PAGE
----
One thing that this article doesn't quite address is what the students plan to do after college. Are they looking for jobs in the US post graduation? If so, then catering to their non-existent English abilities isn't helping them out either. No one is going to want to hire a college graduate who can't communicate well with their co-workers and possibly clients. I doubt the excuse of "My Engrish is bad." will fly with employers as well as it did to their universities.
posted by astapasta24 at 12:01 PM on November 18, 2011


My graduate department (engineering) has a large number of both Chinese and Indian nationals (they outnumber domestic students), and my labmate is from China. There's a few specific things I've noticed, from both discussions with him and from going to the CSA events:

- The Chinese students come from educational systems which imposed a large degree of structure, and so they have to adapt to one where they're left on their own. For example, my labmate's high school had dorms and their schedule was entirely planned for them (from 7am-11pm). They were given 30 minutes of free time during the weekdays. To deal with the transition once they reach US soil, they have developed a remarkably strong and tight-knit community in practically every aspect of their lives. They go grocery shopping together, cook together, study together, organize large social events, and pool their resources in a way that no other grad student group does.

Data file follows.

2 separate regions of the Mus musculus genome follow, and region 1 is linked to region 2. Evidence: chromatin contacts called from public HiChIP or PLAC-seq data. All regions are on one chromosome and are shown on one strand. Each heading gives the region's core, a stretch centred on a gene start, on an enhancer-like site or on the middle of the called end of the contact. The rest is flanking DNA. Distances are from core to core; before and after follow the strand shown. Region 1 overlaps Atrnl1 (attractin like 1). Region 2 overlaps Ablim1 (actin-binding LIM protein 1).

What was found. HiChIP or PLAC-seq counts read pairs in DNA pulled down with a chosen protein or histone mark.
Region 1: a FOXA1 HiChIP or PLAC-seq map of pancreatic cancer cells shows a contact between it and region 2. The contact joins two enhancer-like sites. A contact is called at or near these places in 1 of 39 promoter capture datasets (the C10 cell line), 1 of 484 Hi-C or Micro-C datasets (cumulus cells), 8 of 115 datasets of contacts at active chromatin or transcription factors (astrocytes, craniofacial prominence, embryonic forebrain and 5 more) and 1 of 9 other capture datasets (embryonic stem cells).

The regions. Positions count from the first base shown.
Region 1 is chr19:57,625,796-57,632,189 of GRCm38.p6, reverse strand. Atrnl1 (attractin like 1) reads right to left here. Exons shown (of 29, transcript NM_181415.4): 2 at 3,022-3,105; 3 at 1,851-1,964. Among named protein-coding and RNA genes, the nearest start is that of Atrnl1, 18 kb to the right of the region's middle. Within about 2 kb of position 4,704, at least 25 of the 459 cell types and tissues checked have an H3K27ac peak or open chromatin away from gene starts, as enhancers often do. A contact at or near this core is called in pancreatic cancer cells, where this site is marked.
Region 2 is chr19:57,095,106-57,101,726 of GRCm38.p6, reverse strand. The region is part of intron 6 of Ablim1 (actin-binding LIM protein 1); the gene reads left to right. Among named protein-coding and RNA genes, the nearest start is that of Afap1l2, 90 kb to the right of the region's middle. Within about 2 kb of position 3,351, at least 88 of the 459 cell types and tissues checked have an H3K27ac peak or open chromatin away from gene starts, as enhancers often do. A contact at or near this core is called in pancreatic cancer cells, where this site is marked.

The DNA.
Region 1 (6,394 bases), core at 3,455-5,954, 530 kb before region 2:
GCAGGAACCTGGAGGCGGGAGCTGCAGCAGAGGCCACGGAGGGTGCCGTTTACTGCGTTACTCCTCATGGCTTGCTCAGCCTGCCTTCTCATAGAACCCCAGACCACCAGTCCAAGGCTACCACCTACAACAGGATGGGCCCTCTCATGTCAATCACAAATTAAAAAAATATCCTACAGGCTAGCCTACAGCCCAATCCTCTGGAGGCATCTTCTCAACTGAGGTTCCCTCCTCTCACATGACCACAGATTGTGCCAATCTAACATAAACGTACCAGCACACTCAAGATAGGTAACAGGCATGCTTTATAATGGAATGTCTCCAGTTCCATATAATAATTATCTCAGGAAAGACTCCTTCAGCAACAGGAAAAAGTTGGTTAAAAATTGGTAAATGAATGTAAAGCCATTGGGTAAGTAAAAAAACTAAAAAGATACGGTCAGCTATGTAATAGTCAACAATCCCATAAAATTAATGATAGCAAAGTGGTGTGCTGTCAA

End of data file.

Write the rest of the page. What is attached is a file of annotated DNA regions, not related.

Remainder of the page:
- Chinese students have a much harder time picking up English, in large part because they all speak to each other in their native tongue. It's too frustrating to speak English to each other casually (why would they, when they can convey what they need to say faster and more clearly in the language they're comfortable with), so they just don't get the practice. Contrast that to the Indian students, who don't struggle with English out of necessity because they don't share a common native language (it's about 30/70 Hindi/Tamil, plus the dozen or so unique regional dialects). The variety of languages in India forced them to become better English speakers.

- It seems that international students get outwardly and generally accused of cheating, but I haven't observed this. They do work in study groups more often, but it's much more of a communal learning situation where they go out of their way to make sure everyone gets it. Again, this ties into the community. It's not to say that they don't cheat, but I feel like there is a disproportionate amount of blame put on them. Compared to the (predominantly domestic) undergrads, it's nothing. The undergrads here cheat through their teeth.